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Living fence or hedge from Juniperus virginiana var. virginiana (Eastern Redcedar)

 
Posts: 35
Location: Piedmont, NC
6
forest garden homestead
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I have read much contradictory on whether Eastern redcedar (actually a juniper) will respond well to pleaching to make a hedge. My dad insists i can top the cedar, and it will respond by developing a new leader. Other sources say that if you cut the cedar above living branches, the branches can be layered to make a ring of new cedars around the stumps.  To kill the cedar it was noted to cut below the living branches, although others insist even then the tree will resprout from the trunk.

I've cut a tree this week as an experiment and want to share how it goes here.

My goal is to create a visual screen and not so much an impenetrable barrier. (And i've years before the property next door is sold and is used for something other than a wood lot). I've been letting the cedars grow at the property boundary and now one is tall enough to shade the garden. That cedar then becomes the experimental tree. I have made the pleaching cut far higher than is traditional to ensure plenty of living branches on the root side of the cut. The rest of the tree has been pushed over and eventually i'll try layering some of those branches. I've probably not done a good enough job cutting the stool away to protect the wood, but i trust the cedar will protect itself more than the average tree. I probably should have kept cutting: the splintered wood is a possible path for disease.
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Documentation of the pleaching cut in an eastern redcedar
 
Posts: 19
Location: South of Quebec city, Canada, zone 4
trees woodworking
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I will definitely be interested by the results, I just received a pound of eastern red cedar seeds by the mail! Most will go to replant the areas where I logged, but it might be interesting to use them as a snow barrier, to capture large amounts of snow in strategic areas to protect more tender plants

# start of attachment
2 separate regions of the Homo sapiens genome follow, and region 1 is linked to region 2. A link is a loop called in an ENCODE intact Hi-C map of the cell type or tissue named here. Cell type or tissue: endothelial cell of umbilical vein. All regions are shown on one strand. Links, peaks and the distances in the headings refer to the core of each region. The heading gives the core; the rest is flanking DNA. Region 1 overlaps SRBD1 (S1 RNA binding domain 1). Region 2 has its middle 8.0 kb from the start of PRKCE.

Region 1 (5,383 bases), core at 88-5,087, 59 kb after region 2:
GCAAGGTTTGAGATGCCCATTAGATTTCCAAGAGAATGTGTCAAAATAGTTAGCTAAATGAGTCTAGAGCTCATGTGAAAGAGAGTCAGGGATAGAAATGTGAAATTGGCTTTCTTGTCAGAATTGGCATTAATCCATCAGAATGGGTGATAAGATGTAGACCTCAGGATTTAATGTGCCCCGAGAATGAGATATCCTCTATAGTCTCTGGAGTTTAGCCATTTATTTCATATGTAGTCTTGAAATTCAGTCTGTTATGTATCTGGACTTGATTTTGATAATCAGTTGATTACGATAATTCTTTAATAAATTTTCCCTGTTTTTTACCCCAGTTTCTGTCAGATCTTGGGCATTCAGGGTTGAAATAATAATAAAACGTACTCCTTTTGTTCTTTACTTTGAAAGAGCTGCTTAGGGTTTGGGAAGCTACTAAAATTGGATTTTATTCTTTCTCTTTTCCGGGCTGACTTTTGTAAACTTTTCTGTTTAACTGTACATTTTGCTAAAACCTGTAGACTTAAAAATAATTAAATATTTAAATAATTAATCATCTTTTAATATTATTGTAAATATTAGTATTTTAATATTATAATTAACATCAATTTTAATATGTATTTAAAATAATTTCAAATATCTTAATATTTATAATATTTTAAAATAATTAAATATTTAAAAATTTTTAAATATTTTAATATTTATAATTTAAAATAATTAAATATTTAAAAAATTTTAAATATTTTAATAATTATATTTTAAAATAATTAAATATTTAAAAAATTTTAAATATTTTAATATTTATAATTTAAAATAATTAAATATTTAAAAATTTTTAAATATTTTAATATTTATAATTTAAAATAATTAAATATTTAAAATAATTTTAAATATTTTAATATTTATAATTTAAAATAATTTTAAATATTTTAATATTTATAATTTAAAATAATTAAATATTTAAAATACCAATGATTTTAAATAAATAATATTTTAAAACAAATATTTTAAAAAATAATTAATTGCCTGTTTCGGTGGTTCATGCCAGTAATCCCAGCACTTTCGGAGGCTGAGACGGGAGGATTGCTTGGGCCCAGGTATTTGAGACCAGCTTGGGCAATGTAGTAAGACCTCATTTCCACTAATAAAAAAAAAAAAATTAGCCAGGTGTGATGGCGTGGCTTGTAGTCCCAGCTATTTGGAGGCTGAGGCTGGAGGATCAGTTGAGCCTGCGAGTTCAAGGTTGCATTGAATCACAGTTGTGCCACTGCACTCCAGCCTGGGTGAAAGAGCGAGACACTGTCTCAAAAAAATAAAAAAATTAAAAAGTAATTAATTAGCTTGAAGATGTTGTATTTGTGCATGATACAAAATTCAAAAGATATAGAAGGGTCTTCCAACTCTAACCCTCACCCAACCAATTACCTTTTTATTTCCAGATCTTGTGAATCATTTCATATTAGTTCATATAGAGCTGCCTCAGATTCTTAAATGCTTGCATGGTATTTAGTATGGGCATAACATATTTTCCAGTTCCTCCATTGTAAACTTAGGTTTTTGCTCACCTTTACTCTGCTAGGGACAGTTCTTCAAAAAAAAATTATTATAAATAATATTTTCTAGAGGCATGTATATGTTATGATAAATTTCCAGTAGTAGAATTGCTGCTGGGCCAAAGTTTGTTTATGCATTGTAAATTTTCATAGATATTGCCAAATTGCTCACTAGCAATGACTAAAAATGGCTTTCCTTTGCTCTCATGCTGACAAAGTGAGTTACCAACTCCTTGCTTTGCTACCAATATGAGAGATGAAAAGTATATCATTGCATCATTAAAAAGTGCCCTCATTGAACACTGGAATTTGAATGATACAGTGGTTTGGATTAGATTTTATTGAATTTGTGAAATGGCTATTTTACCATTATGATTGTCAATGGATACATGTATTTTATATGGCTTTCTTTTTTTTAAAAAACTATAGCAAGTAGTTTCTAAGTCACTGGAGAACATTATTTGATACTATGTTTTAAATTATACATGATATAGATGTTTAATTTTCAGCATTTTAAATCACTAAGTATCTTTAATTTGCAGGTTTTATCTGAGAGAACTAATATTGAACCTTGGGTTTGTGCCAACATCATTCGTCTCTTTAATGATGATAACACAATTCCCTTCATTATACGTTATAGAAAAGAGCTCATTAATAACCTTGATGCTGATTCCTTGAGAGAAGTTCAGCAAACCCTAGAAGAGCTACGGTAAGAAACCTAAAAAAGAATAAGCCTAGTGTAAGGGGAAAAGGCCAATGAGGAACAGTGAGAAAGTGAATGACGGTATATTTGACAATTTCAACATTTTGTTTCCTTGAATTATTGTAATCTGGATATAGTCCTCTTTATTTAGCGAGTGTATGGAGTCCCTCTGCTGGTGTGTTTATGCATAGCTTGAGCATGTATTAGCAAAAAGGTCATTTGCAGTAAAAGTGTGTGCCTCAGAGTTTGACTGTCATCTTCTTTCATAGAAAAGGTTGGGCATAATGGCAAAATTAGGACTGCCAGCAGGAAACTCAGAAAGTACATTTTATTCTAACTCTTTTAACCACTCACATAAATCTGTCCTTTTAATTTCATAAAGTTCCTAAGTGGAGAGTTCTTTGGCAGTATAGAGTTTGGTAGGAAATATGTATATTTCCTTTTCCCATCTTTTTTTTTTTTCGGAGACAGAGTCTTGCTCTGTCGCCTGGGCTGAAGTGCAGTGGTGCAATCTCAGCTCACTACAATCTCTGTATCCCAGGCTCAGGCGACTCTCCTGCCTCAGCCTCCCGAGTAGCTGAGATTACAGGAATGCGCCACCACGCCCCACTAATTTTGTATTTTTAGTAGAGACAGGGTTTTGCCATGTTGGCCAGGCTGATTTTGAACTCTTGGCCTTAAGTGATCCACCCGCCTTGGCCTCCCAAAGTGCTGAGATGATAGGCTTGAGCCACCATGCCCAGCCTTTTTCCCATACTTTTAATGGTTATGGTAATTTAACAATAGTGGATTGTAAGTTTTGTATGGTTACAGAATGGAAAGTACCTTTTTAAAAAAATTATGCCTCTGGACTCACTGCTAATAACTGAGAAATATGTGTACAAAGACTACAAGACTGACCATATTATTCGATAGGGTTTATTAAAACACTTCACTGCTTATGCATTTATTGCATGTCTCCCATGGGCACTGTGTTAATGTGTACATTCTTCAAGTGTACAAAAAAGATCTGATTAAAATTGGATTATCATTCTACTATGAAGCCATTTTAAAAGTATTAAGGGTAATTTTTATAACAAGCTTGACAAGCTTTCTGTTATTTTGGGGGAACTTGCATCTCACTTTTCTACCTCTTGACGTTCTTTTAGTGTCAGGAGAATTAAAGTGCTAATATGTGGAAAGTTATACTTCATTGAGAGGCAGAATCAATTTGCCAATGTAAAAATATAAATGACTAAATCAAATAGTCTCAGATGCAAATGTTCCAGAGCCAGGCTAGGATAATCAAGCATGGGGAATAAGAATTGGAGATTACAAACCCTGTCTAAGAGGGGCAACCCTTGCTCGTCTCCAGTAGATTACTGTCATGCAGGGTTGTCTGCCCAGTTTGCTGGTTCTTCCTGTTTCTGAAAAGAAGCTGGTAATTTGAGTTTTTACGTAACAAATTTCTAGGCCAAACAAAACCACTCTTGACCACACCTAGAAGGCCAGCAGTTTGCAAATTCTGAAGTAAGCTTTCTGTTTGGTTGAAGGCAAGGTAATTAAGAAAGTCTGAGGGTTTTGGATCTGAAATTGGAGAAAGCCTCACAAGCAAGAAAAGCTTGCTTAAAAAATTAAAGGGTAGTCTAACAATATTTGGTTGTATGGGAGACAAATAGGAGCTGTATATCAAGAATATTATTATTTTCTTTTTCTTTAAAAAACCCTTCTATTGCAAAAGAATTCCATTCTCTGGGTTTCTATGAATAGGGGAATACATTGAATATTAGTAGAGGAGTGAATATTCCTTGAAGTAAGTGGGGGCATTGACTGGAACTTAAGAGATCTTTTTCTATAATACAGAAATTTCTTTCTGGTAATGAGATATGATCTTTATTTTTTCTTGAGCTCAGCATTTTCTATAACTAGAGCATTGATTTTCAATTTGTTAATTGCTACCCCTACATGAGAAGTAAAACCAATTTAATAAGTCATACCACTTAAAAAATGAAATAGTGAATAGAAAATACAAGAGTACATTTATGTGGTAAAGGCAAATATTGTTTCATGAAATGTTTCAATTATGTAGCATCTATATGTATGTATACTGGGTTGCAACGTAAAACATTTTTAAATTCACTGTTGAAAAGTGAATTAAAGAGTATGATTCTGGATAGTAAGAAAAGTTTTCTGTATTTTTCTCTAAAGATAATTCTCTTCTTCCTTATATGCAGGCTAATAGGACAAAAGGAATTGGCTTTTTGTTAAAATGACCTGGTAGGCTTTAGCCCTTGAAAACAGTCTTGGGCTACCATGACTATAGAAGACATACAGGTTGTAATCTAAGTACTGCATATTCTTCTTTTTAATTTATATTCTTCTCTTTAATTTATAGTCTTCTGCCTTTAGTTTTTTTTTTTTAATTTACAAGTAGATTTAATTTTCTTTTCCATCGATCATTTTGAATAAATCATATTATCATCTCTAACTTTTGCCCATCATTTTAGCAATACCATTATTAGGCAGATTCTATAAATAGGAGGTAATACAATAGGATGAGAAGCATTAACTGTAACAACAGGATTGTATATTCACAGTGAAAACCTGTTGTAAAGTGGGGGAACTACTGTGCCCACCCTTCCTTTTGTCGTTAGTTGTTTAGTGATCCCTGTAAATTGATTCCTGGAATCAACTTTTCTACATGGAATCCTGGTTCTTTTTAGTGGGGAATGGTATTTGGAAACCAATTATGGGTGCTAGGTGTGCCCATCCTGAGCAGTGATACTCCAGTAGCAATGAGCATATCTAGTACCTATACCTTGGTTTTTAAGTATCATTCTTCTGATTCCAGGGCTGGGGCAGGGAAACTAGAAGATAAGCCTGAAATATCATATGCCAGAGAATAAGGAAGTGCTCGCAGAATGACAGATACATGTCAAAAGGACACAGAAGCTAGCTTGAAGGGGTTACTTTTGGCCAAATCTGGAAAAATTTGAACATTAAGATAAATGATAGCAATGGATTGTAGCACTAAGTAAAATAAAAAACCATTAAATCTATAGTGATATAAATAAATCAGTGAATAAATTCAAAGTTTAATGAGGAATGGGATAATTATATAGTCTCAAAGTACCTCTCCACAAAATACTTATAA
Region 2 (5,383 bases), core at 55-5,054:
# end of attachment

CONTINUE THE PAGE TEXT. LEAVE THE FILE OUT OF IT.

pollinator
Posts: 233
Location: Sunizona Az., USA @ 4,500' Zone 8a
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greening the desert
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I’d be afraid of cedar apple rust. If they’re all around you already, I guess it doesn’t matter.
 
pollinator
Posts: 261
Location: Central Texas
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hugelkultur forest garden trees rabbit greening the desert homestead
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I'm interested in seeing how it works out. I've never seen one backbud from old wood; but that doesn't mean they won't.
I'm also curious to see if you are able to layer the branches.
 
Judielaine Bush
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Location: Piedmont, NC
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Wayne Mackenzie wrote:I’d be afraid of cedar apple rust. If they’re all around you already, I guess it doesn’t matter.



I couldn't eradicate all the cedars around  if i wanted to and had permission, so the apple trees are just going to have to tough it out. I've chosen three heirloom types from the region, one developed in this county, so i have some hope. At least if the cedars are at a low height i can collect the galls. (Probably futile given the number of neighboring trees....)
 
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